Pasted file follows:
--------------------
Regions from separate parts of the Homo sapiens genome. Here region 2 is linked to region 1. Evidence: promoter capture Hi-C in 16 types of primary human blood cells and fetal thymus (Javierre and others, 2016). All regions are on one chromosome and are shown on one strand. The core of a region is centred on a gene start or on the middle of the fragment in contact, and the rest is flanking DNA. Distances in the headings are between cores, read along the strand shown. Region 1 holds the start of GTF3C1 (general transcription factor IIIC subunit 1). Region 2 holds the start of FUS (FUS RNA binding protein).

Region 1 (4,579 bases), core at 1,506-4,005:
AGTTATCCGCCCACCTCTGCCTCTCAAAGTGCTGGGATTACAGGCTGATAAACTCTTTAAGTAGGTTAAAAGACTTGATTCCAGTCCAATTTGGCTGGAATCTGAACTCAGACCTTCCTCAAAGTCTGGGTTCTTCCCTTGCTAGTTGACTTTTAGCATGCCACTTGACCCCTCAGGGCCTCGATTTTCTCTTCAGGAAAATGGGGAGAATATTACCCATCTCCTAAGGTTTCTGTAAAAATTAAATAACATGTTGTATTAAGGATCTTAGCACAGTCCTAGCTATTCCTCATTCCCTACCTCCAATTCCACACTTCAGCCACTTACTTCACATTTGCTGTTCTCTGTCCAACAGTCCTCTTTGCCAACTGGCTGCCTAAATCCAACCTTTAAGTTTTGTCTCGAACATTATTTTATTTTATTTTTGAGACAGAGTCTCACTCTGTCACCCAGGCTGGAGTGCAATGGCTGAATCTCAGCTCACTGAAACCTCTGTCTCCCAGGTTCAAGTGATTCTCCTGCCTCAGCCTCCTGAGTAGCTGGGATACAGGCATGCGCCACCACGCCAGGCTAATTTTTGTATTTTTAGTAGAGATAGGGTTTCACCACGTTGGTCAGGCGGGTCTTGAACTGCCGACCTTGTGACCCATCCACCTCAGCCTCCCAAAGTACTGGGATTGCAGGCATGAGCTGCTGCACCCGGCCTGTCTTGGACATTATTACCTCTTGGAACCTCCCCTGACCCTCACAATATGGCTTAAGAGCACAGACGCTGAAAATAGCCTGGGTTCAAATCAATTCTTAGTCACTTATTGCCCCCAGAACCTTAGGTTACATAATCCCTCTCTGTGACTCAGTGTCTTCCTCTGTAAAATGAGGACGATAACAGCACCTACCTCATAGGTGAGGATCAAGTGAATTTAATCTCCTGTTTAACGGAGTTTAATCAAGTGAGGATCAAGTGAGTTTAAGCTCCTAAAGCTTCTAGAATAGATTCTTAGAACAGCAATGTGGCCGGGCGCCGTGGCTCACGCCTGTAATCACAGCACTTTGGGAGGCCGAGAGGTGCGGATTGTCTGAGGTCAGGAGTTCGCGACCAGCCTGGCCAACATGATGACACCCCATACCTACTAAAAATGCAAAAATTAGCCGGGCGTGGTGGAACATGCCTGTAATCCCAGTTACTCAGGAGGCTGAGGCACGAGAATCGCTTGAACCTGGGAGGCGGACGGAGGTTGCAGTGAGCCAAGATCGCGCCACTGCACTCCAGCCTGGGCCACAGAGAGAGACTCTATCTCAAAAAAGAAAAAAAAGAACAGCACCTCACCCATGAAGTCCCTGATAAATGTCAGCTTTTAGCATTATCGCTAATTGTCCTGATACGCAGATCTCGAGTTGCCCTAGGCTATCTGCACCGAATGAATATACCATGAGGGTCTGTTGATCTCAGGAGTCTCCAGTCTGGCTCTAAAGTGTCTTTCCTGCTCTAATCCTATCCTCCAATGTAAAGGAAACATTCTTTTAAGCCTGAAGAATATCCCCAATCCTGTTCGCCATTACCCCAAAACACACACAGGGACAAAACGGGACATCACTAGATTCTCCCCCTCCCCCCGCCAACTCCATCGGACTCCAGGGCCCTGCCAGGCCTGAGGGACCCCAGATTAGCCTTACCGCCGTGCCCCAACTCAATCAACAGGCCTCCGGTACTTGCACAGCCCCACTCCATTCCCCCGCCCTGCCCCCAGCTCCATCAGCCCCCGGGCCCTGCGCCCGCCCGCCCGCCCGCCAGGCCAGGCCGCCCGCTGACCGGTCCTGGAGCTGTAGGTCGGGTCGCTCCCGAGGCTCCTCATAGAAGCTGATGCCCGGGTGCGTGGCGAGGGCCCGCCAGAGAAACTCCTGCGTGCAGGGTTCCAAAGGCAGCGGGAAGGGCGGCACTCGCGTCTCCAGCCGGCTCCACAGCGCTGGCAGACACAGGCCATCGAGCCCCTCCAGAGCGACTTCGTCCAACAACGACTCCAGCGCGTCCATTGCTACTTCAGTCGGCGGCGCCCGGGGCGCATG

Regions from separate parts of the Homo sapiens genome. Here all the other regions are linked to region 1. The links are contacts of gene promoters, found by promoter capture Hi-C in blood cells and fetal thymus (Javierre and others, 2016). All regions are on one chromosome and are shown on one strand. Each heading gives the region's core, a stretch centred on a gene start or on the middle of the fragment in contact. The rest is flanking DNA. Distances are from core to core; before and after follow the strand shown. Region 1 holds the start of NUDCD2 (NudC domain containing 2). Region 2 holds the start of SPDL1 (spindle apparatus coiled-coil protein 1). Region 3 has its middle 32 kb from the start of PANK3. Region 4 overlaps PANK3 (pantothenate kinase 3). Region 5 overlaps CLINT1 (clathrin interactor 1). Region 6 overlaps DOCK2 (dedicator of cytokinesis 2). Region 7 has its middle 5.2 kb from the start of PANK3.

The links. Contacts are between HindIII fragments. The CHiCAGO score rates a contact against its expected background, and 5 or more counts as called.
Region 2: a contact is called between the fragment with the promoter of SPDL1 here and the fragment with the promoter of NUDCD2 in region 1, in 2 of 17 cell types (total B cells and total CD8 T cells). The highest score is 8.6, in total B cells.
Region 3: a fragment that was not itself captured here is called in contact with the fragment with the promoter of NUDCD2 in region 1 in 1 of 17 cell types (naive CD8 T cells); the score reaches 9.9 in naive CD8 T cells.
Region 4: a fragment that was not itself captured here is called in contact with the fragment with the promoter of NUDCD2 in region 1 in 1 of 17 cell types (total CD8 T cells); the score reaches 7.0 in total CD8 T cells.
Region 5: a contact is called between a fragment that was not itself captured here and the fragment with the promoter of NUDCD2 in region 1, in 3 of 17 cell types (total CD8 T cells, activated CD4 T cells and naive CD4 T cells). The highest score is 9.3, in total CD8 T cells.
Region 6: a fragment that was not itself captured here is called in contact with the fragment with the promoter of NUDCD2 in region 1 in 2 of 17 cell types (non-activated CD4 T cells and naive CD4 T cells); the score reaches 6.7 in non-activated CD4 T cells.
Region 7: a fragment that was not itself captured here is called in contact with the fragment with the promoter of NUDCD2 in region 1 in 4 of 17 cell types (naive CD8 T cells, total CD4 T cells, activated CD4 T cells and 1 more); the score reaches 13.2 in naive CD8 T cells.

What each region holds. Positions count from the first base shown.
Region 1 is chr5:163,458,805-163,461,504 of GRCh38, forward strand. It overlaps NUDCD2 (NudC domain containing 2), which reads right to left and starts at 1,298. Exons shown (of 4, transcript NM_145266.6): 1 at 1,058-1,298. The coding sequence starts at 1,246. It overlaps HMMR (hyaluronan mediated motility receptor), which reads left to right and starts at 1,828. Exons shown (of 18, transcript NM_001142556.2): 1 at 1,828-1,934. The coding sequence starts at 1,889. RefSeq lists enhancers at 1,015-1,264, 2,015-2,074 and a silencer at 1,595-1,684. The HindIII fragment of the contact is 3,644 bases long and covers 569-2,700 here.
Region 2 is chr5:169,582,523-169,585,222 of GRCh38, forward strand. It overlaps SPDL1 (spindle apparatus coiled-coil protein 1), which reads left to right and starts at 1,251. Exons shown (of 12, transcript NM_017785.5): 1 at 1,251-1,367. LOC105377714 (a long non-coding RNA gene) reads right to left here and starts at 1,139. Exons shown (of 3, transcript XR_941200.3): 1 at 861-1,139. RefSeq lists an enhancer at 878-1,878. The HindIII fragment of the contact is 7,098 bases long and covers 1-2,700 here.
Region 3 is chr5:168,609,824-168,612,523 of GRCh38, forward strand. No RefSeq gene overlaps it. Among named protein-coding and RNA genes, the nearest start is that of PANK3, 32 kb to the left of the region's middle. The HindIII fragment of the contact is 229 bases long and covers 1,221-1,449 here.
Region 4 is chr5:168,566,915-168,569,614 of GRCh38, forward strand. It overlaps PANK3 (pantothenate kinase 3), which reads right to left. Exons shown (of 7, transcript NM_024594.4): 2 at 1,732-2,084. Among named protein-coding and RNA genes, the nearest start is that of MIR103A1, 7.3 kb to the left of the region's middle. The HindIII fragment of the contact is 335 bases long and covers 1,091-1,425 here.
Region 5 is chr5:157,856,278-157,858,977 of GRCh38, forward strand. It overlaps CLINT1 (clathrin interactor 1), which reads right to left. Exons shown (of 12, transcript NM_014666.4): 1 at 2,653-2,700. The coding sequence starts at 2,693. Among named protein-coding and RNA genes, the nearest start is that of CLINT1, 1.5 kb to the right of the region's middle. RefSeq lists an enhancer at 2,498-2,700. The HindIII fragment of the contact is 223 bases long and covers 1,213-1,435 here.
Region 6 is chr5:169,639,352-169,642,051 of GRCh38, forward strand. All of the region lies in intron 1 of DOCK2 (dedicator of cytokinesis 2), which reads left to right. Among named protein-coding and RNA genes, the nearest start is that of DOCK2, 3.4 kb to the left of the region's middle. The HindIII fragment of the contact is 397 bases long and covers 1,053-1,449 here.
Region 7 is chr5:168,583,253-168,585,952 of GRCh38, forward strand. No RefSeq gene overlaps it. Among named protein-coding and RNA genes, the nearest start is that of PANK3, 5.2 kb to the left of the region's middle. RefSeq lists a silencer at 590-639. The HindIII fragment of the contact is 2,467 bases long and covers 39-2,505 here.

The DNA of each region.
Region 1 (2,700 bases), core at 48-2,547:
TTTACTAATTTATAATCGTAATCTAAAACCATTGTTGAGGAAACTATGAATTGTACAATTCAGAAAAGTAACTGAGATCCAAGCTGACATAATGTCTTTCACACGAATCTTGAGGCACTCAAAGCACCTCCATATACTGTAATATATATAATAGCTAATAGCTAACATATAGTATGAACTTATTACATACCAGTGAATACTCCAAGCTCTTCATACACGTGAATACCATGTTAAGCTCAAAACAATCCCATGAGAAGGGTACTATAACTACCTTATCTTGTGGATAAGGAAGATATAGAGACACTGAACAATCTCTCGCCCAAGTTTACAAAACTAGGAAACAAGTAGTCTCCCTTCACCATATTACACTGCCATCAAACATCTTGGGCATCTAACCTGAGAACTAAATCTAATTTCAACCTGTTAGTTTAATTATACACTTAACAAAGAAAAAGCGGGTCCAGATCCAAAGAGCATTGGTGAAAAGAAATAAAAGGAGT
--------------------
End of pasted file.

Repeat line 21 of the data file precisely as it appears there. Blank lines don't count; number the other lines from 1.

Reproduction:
Region 1 (2,700 bases), core at 48-2,547: